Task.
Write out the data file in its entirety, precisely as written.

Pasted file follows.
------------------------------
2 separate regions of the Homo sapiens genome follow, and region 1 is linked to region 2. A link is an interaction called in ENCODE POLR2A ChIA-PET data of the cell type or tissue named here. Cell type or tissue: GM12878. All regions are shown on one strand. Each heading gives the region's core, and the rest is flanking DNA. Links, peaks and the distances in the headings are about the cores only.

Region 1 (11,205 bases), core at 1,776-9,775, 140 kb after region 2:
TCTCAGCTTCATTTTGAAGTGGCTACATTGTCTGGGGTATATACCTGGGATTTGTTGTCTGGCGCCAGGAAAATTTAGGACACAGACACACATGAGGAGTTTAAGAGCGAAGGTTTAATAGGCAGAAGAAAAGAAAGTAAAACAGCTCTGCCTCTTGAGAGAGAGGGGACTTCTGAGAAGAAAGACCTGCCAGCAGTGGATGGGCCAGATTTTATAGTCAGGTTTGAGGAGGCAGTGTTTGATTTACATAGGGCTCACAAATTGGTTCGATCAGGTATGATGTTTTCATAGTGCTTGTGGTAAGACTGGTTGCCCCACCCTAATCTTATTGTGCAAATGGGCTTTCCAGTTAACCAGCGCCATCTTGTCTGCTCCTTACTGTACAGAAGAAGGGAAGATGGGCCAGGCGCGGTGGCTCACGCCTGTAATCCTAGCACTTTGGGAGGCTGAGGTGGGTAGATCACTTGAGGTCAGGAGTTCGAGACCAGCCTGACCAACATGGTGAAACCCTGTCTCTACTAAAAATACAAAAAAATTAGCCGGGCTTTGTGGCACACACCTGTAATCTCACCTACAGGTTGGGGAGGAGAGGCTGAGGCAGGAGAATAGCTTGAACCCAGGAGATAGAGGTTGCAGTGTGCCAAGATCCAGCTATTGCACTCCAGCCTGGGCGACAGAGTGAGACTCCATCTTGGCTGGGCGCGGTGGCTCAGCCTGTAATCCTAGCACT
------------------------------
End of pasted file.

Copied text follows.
2 separate regions of the Homo sapiens genome follow, and region 1 is linked to region 2. A link is an interaction called in ENCODE POLR2A ChIA-PET data of the cell type or tissue named here. Cell type or tissue: GM12878. All regions are shown on one strand. Each heading gives the region's core, and the rest is flanking DNA. Links, peaks and the distances in the headings are about the cores only.

Region 1 (11,205 bases), core at 1,776-9,775, 140 kb after region 2:
TCTCAGCTTCATTTTGAAGTGGCTACATTGTCTGGGGTATATACCTGGGATTTGTTGTCTGGCGCCAGGAAAATTTAGGACACAGACACACATGAGGAGTTTAAGAGCGAAGGTTTAATAGGCAGAAGAAAAGAAAGTAAAACAGCTCTGCCTCTTGAGAGAGAGGGGACTTCTGAGAAGAAAGACCTGCCAGCAGTGGATGGGCCAGATTTTATAGTCAGGTTTGAGGAGGCAGTGTTTGATTTACATAGGGCTCACAAATTGGTTCGATCAGGTATGATGTTTTCATAGTGCTTGTGGTAAGACTGGTTGCCCCACCCTAATCTTATTGTGCAAATGGGCTTTCCAGTTAACCAGCGCCATCTTGTCTGCTCCTTACTGTACAGAAGAAGGGAAGATGGGCCAGGCGCGGTGGCTCACGCCTGTAATCCTAGCACTTTGGGAGGCTGAGGTGGGTAGATCACTTGAGGTCAGGAGTTCGAGACCAGCCTGACCAACATGGTGAAACCCTGTCTCTACTAAAAATACAAAAAAATTAGCCGGGCTTTGTGGCACACACCTGTAATCTCACCTACAGGTTGGGGAGGAGAGGCTGAGGCAGGAGAATAGCTTGAACCCAGGAGATAGAGGTTGCAGTGTGCCAAGATCCAGCTATTGCACTCCAGCCTGGGCGACAGAGTGAGACTCCATCTTGGCTGGGCGCGGTGGCTCAGCCTGTAATCCTAGCACT